That's pretty much what he wrote except for one qualification: "little".

            A row of lamp-posts charging cars are going to need a much heftier supply than one just lighting the road. That's the sort of infrastructure problem he referred to. Than, of course, unless you put the lamp-posts a lot closer together most drivers won't be able to park next to one to charge up. Cue nightly fights between drivers trying to get charged.

            A decade? Nowhere near long enough. You're talking about replacing multiple decades of investment in both the grid and vehicle refuelling.

          3. portyman

            Re: Its not just manufacturing that needs a solution

            Problem is if you have more than one car , you will not be able to charge more than one overnight, some have 2, 3 or 4 cars if they have grown kids living at home but working. Not exactly sure they can solve that problem.

        2. Steve Todd

          Re: Its not just manufacturing that needs a solution

          @Commswonk, the latest fast chargers are 120kW. A 1/2 hour stop for food and bladder relief should be able to add 180+ miles range, or about another 3 hours of motorway driving (by which time you'll probably be in need of another stop anyway).

          MOST charging will happen at a slower rate over night and shouldn't stress out the power network. No, the whole fleet isn't going to migrate overnight, and no, everybody with an EV isn't going to need a full recharge every day, so moderate your numbers. It's more practical than you think.

          1. SImon Hobson Silver badge

            Re: Its not just manufacturing that needs a solution

            the latest fast chargers are 120kW

            OK, and how many of them can you run off a typical site supply ? A 200A 3phase suply only gives 150kW - so that's only one charger leaving just 30kW for the rest of the site. So fine, at the moment you stand a half decent chance of getting to the ONE charger such a site could support - now count the number of cars typically in the car park of a motorway service station and you'll see that a single charger (or even 2 or 3, which would mean slower charging) would have a very long queue if EVs became more than a tiny fraction of cars on the roads.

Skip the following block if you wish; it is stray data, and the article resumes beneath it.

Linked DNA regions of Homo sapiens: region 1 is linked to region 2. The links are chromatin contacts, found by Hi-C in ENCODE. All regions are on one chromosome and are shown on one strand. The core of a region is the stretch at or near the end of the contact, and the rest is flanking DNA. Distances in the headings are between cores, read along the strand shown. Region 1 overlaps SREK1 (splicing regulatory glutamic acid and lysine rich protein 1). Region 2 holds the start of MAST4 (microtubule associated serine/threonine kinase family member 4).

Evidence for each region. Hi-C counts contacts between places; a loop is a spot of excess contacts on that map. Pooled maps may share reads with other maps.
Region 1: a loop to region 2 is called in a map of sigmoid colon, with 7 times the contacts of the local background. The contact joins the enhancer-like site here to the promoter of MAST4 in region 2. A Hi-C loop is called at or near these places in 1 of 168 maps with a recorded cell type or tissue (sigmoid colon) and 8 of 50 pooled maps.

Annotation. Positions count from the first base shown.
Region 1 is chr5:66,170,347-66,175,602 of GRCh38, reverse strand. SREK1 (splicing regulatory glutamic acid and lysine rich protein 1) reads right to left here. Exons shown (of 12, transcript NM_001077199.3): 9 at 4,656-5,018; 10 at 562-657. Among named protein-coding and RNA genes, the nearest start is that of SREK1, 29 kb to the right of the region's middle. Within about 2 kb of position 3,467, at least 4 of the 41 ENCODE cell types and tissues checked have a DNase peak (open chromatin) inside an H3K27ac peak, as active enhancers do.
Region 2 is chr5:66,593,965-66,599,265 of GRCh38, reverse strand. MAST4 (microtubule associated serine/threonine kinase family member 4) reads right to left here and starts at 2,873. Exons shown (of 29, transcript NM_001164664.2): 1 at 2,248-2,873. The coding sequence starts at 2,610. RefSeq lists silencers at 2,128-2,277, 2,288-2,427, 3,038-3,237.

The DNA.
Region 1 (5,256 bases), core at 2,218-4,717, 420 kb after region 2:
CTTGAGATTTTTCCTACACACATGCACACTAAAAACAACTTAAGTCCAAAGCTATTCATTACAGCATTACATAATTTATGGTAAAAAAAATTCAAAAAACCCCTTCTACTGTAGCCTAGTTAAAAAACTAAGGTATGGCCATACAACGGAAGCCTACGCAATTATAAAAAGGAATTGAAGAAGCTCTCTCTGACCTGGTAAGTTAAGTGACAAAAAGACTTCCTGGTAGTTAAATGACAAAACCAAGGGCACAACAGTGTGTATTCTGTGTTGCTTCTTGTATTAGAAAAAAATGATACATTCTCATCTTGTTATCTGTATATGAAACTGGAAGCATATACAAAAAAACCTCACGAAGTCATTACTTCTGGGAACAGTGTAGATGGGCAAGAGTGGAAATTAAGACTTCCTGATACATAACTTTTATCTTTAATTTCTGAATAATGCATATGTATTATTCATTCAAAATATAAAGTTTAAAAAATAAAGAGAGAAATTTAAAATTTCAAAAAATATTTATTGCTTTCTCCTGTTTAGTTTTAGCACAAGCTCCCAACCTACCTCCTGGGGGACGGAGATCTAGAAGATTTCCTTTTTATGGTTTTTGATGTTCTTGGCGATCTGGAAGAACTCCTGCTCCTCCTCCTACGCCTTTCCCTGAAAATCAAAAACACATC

So the answer to that is usually "just upgrade the supply" - made by people with no idea of the technicalities involved in that. At the very minimum, it means putting in larger supply cable(s) - which quite likely means a lot of digging. But then the local substation may not have the capacity - so that's a transformer upgrade. And the (typically in the UK) 11kV feed to the substation probably doesn't have the capacity - so that's more (typically digging) cable upgrades.

            So charge at home/work - problem solved for most. Err what ? Until I moved last year, I was lucky if I got to park on teh same street, let alone actually outside the house - so no charging there. At work it's pot luck in the car park - so no luck there. That's the reality for the vast majority of drivers - can't charge at home or work.

            Charging at the supermarket has all the same problems as discussed above - fine if there are hardly any EVs around, not fine once there are enough that you have to queue for the charger.

            And that's before we discuss where the lecky comes from. In this country, when you plug in an EV the additional load on the grid is taken up by a fossil fuelled station. That is only going to get worse as nuclear station (what's left of them) shut down. And unless the wind is blowing at just the right speed, and the sun is out, then we wouldn't have enough generation capacity anyway if enough EVs are added.

            So yes, EVs do work for some people, while the numbers are low. They work for people who have the luxury of their own off street parking they can get lecky to and who are on a substation with enough capacity (not too many neighbours with EVs). Or they'll work for people who have a public charging point nearby - and not too many EVs so they are in use when you want to use them. Or they'll work for the commute if your employer spends sh*tloads of money on multiple charging points (again, as long as there aren't more EVs than charging points).